Ellie has Celiac disease, which means that if she eats anything with gluten in it, her immune system thinks its a good idea to attack her small intestines.  Sounds like fun, right?  Not so much.  Just one cookie can keep her (and me) up all night, crying with tummy pain and explosive diarrhea.  And gluten is in everything a three year old loves.  Seriously.  Pasta, bread, cereal, pancakes, cookies, crackers….all of it is just filled with gluten.  So we have to buy or make gluten free alternatives.  Thankfully, the gluten free products out there have vastly improved over the last ten years.  Diamond brand nuts makes awesome almond crackers that are basically Ellie crack.  Schar brand pasta is actually better than normal pasta.  Almost all of the Chex cereals are gluten free, including the delicious cinnamon variety.  So good stuff is out there.  But it is expensive.  Oh, so expensive.  And the bread all sucks, as previously mentioned.

Poor Ellie-Kitty

Poor Ellie-Kitty

I have high cholesterol, so I try to cook a lot of vegetarian meals.  Which is also great since we are poor and need to save money.  Meat is expensive, so we don’t eat much of it.  I have to admit, it took poor Chev a while to get use to eating meals that were not meat based. Having grown up with a very strong “meat and potatoes” background, it took a while for her to accept that things like chick peas and carrots could take center stage.  But after a while she found that she really liked our new meal plans.  Maybe not as much as she likes a good, thick steak with a side of more steak, but better than she thought she’d like them, nonetheless.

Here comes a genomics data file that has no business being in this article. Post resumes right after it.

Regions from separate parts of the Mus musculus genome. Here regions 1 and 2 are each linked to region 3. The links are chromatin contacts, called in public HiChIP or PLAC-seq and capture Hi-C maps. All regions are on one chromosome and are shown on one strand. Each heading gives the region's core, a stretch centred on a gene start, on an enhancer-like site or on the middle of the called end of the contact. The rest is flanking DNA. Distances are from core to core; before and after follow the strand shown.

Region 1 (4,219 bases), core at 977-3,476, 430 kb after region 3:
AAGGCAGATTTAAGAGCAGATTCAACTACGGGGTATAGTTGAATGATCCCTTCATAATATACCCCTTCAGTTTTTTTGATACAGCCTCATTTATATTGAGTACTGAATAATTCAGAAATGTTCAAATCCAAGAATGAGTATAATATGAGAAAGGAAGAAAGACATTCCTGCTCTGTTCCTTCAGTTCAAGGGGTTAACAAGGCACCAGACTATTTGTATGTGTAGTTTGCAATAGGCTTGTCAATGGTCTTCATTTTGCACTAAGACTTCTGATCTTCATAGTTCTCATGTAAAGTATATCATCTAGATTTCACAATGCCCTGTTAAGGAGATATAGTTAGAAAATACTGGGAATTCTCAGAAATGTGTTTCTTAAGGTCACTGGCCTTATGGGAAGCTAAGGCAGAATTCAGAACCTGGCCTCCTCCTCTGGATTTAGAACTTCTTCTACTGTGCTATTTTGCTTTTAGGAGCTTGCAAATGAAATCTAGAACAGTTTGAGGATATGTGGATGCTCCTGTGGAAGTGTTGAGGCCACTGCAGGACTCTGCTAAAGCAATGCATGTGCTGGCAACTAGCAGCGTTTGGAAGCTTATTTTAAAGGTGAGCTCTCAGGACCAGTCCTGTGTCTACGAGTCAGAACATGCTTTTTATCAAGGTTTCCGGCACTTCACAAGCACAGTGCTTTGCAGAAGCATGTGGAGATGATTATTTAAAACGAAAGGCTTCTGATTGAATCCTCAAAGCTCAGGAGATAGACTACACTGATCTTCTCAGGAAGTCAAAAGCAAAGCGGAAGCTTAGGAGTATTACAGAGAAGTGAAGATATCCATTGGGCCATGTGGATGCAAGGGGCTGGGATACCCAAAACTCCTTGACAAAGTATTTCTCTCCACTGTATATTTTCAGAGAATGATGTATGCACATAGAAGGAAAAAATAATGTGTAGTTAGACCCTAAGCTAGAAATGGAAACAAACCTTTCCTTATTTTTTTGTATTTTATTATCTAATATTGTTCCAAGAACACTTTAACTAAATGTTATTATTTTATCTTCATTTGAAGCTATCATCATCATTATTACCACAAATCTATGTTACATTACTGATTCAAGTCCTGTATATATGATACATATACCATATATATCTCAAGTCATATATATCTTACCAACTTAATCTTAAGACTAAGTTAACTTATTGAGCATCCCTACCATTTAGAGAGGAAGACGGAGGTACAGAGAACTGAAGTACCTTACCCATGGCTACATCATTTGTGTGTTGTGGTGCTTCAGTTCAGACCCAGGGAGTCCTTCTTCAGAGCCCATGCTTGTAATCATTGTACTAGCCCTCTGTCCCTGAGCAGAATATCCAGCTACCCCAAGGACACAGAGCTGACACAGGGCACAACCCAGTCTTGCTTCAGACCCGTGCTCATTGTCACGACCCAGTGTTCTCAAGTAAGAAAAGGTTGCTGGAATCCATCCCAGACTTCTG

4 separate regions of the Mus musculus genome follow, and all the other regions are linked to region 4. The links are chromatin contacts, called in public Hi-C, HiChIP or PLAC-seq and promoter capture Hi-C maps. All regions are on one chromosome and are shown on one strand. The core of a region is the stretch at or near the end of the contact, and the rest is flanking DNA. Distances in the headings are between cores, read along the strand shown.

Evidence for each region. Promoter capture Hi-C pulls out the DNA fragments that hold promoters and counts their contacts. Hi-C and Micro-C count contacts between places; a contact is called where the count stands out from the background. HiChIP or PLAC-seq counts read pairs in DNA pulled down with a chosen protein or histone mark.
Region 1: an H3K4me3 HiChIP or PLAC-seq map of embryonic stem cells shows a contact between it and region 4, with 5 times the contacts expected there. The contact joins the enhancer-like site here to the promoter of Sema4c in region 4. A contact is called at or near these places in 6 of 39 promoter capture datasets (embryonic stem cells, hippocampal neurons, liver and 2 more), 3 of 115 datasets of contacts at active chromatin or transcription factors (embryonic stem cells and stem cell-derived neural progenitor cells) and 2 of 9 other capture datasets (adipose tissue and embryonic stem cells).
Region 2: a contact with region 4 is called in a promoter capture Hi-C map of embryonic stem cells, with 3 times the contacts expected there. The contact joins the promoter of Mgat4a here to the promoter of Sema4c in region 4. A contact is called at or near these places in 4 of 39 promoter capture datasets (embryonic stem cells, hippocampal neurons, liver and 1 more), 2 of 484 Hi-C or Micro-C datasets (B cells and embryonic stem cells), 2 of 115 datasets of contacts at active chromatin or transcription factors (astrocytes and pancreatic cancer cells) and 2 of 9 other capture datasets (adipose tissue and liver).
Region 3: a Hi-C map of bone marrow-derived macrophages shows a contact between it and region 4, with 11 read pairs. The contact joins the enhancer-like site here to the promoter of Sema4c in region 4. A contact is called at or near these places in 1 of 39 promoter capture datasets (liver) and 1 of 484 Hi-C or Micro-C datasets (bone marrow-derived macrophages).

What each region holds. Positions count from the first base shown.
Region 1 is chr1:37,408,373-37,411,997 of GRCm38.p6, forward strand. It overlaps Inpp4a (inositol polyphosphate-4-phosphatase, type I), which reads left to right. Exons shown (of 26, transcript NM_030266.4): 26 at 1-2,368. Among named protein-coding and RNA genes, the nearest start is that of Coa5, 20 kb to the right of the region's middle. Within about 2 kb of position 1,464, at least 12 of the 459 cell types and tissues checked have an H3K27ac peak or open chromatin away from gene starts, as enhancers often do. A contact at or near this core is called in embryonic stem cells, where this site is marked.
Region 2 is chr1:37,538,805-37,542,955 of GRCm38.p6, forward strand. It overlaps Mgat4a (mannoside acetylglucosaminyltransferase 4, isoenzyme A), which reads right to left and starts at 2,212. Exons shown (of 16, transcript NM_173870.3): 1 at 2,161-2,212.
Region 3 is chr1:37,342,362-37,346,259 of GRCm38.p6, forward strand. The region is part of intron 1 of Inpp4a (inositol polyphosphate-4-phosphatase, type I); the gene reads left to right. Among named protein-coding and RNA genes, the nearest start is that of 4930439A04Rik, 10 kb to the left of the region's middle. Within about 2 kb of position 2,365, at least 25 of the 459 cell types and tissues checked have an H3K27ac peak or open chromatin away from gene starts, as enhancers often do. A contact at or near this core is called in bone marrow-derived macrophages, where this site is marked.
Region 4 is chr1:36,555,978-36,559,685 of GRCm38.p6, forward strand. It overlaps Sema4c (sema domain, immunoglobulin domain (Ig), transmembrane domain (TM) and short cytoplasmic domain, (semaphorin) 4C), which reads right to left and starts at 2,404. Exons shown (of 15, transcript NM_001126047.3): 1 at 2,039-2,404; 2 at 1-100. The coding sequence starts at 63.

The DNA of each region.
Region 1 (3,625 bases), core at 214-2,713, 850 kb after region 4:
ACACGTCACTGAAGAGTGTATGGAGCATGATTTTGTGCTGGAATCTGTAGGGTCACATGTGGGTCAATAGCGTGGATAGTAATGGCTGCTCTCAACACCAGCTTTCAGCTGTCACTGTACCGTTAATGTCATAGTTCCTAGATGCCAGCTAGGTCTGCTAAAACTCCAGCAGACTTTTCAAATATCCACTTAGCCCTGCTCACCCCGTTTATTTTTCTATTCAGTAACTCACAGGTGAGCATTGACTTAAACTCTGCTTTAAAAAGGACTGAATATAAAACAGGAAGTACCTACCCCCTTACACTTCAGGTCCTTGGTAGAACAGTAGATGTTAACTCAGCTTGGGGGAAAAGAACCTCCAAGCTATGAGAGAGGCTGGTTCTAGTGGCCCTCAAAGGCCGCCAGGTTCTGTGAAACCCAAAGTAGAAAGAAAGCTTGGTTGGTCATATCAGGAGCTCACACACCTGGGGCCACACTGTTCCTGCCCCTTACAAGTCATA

Mmm...long pork.

Mmm…long pork.

This brings me to the heart of today’s topic:  Dinner.  I had always planned to share some of our favorite recipes with you, and tonight’s dinner seems like a perfect place to start.  So, without further ado, I present you with…..our dinner.

I'm no food photographer, so here is a meme instead.

I’m no food photographer, so here is a meme instead.

Red Lentil Soup and Homemade Gluten Free Bread

Don’t freak out.  I swear, it is super easy.  Would I lie to you?  No, I would not.
The soup recipe came from a magazine, but I have no idea which one or when.  Sorry.
The bread recipe comes from http://www.elanaspantry.com/ She makes the BEST gluten free/dairy free/paleo food you can imagine.  Try her snickerdoodle recipe.  It will blow your mind.

Equipment Needed:
Slow cooker (every mother’s friend)
Immersion blender (or regular blender and some patience)
Mixer
Bread pan (7ish inches by 3.5ish inches..or whatever you have on hand)

For the soup:
3/4 cup blanched almonds (or regular almonds or almond meal.  I won’t judge you.)2 large carrots, peeled and sliced into 2 inch pieces
2 celery stalks, sliced thin
1 medium onion, quartered (We aren’t huge onion fans, so I use a shallot)
2 cloves of garlic, peeled and cut in half
1 bag (16oz) red lentils, rinsed and picked over (I never do this.  I like to live dangerously.)
2 large vegetable bouillon cubes, crumbled